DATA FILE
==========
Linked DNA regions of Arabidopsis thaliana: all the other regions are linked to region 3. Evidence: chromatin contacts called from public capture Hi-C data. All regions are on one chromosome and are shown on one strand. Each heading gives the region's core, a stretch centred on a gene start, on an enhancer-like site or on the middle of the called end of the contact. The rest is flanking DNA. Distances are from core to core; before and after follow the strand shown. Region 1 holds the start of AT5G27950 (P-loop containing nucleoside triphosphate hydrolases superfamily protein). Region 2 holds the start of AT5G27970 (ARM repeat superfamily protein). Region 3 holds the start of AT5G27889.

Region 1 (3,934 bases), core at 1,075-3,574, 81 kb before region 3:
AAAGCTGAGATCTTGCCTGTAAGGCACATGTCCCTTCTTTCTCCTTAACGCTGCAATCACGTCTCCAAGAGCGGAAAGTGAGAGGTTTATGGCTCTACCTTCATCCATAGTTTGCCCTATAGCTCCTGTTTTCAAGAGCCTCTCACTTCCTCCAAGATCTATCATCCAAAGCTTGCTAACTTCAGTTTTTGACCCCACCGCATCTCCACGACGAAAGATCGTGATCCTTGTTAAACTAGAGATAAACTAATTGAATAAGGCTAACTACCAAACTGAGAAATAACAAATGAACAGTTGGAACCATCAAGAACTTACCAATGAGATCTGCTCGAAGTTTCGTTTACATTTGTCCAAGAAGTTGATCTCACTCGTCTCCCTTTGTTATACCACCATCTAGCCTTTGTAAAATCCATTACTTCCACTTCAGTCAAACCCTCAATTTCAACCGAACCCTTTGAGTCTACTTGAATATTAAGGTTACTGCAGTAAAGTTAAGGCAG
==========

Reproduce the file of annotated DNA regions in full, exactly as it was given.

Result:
Linked DNA regions of Arabidopsis thaliana: all the other regions are linked to region 3. Evidence: chromatin contacts called from public capture Hi-C data. All regions are on one chromosome and are shown on one strand. Each heading gives the region's core, a stretch centred on a gene start, on an enhancer-like site or on the middle of the called end of the contact. The rest is flanking DNA. Distances are from core to core; before and after follow the strand shown. Region 1 holds the start of AT5G27950 (P-loop containing nucleoside triphosphate hydrolases superfamily protein). Region 2 holds the start of AT5G27970 (ARM repeat superfamily protein). Region 3 holds the start of AT5G27889.

Region 1 (3,934 bases), core at 1,075-3,574, 81 kb before region 3:
AAAGCTGAGATCTTGCCTGTAAGGCACATGTCCCTTCTTTCTCCTTAACGCTGCAATCACGTCTCCAAGAGCGGAAAGTGAGAGGTTTATGGCTCTACCTTCATCCATAGTTTGCCCTATAGCTCCTGTTTTCAAGAGCCTCTCACTTCCTCCAAGATCTATCATCCAAAGCTTGCTAACTTCAGTTTTTGACCCCACCGCATCTCCACGACGAAAGATCGTGATCCTTGTTAAACTAGAGATAAACTAATTGAATAAGGCTAACTACCAAACTGAGAAATAACAAATGAACAGTTGGAACCATCAAGAACTTACCAATGAGATCTGCTCGAAGTTTCGTTTACATTTGTCCAAGAAGTTGATCTCACTCGTCTCCCTTTGTTATACCACCATCTAGCCTTTGTAAAATCCATTACTTCCACTTCAGTCAAACCCTCAATTTCAACCGAACCCTTTGAGTCTACTTGAATATTAAGGTTACTGCAGTAAAGTTAAGGCAG